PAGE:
bit-manipulation bitwise-operators c c++

How do I set, clear, and toggle a single bit?


How do I set, clear, and toggle a bit?



Setting a bit

Use the bitwise OR operator (|) to set a bit.

number |= 1UL << n;

That will set the nth bit of number. n should be zero, if you want to set the 1st bit and so on upto n-1, if you want to set the nth bit.

Use 1ULL if number is wider than unsigned long; promotion of 1UL << n doesn’t happen until after evaluating 1UL << n where it’s undefined behaviour to shift by more than the width of a long. The same applies to all the rest of the examples.

Clearing a bit

Use the bitwise AND operator (&) to clear a bit.

number &= ~(1UL << n);

That will clear the nth bit of number. You must invert the bit string with the bitwise NOT operator (~), then AND it.

Toggling a bit

The XOR operator (^) can be used to toggle a bit.

number ^= 1UL << n;

That will toggle the nth bit of number.

Checking a bit

You didn’t ask for this, but I might as well add it.

To check a bit, shift the number n to the right, then bitwise AND it:

bit = (number >> n) & 1U;

That will put the value of the nth bit of number into the variable bit.

Changing the nth bit to x

Setting the nth bit to either 1 or 0 can be achieved with the following on a 2’s complement C++ implementation:

number ^= (-x ^ number) & (1UL << n);

Bit n will be set if x is 1, and cleared if x is 0. If x has some other value, you get garbage. x = !!x will booleanize it to 0 or 1.

To make this independent of 2’s complement negation behaviour (where -1 has all bits set, unlike on a 1’s complement or sign/magnitude C++ implementation), use unsigned negation.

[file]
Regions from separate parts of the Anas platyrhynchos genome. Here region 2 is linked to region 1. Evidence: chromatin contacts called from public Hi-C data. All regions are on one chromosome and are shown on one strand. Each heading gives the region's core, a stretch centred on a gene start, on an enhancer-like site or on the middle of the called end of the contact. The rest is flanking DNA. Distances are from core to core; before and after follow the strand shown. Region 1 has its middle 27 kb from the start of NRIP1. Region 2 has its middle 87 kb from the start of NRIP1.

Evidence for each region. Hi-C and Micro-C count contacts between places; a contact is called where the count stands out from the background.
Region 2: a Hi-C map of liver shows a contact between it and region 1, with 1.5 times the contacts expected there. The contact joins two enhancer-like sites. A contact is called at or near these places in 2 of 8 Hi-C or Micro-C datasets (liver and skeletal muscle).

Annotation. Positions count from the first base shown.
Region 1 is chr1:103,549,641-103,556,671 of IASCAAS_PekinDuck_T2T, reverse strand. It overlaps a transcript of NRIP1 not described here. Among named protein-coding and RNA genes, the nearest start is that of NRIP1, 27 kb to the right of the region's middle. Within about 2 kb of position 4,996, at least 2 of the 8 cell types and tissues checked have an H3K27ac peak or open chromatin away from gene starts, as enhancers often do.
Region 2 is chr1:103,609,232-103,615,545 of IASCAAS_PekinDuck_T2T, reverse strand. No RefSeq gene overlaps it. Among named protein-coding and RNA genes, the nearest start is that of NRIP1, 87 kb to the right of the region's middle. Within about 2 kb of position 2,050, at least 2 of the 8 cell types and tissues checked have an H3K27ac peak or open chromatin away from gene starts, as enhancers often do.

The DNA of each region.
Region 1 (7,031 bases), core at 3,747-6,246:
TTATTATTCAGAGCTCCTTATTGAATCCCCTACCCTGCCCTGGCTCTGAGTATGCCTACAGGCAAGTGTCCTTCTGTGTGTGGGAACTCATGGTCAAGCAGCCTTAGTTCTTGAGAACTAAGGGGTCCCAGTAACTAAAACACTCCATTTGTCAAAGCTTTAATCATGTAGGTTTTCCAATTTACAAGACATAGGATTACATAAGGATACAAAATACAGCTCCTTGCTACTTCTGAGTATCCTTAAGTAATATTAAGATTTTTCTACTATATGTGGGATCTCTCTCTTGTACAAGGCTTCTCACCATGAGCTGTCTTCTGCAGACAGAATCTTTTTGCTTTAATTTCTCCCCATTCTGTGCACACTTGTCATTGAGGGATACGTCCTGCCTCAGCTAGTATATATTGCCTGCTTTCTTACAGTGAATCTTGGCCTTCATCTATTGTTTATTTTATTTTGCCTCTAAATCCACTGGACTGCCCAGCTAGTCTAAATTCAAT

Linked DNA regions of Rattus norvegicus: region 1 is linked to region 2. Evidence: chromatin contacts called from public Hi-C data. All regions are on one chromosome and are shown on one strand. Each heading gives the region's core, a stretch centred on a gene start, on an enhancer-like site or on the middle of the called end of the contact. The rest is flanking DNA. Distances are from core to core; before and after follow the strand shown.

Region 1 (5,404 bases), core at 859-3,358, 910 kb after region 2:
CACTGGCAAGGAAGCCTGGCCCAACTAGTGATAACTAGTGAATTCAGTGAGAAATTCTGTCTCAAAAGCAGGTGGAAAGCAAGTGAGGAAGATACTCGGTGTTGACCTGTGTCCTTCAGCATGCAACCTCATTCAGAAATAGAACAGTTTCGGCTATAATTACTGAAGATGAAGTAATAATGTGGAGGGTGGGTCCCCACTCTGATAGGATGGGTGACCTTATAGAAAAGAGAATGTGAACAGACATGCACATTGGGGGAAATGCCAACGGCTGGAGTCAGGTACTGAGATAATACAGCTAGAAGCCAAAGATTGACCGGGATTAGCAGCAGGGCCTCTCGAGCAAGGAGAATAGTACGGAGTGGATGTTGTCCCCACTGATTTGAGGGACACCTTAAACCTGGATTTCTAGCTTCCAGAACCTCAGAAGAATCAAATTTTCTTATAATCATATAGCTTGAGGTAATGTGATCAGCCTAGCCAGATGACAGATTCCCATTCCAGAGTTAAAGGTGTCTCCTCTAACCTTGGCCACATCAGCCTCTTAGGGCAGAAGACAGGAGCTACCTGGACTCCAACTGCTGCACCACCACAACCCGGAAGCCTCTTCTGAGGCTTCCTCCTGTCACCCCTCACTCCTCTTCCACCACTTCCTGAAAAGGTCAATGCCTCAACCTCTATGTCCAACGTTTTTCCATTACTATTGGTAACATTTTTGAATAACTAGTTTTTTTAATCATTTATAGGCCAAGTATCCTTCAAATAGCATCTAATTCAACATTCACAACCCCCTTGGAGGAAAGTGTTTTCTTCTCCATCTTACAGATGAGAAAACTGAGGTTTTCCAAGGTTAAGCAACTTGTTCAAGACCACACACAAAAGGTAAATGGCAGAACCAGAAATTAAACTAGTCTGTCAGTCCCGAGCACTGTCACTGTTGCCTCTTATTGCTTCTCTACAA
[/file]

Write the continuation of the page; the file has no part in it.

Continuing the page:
number ^= (-(unsigned long)x ^ number) & (1UL << n);


unsigned long newbit = !!x;    // Also booleanize to force 0 or 1
number ^= (-newbit ^ number) & (1UL << n);

It’s generally a good idea to use unsigned types for portable bit manipulation.


number = (number & ~(1UL << n)) | (x << n);

(number & ~(1UL << n)) will clear the nth bit and (x << n) will set the nth bit to x.

It’s also generally a good idea to not to copy/paste code in general and so many people use preprocessor macros (like the community wiki answer further down) or some sort of encapsulation.


  • 150

    I would like to note that on platforms that have native support for bit set/clear (ex, AVR microcontrollers), compilers will often translate ‘myByte |= (1 << x)’ into the native bit set/clear instructions whenever x is a constant, ex: (1 << 5), or const unsigned x = 5.

    – Aaron

    Sep 17, 2008 at 17:13

  • 54

    bit = number & (1 << x); will not put the value of bit x into bit unless bit has type _Bool (<stdbool.h>). Otherwise, bit = !!(number & (1 << x)); will..

    Nov 16, 2008 at 7:49

  • 24

    why don’t you change the last one to bit = (number >> x) & 1

    – aaronman

    Jun 26, 2013 at 18:47

  • 48

    1 is an int literal, which is signed. So all the operations here operate on signed numbers, which is not well defined by the standards. The standards does not guarantee two’s complement or arithmetic shift so it is better to use 1U.

    Dec 10, 2013 at 8:53

  • 64

    I prefer number = number & ~(1 << n) | (x << n); for Changing the n-th bit to x.

    – leoly

    Mar 24, 2015 at 0:38


Using the Standard C++ Library: std::bitset<N>.

Or the Boost version: boost::dynamic_bitset.

There is no need to roll your own:

#include <bitset>
#include <iostream>

int main()
    std::bitset<5> x;

    x[1] = 1;
    x[2] = 0;
    // Note x[0-4]  valid

    std::cout << x << std::endl;

[Alpha:] > ./a.out

The Boost version allows a runtime sized bitset compared with a standard library compile-time sized bitset.


  • 38

    +1. Not that std::bitset is usable from “C”, but as the author tagged his/her question with “C++”, AFAIK, your answer is the best around here… std::vector<bool> is another way, if one knows its pros and its cons

    – paercebal

    Sep 19, 2008 at 18:16

  • 28

    @andrewdotnich: vector<bool> is (unfortunately) a specialization that stores the values as bits. See for more info…

    – Niklas

    Dec 12, 2008 at 20:40

  • 85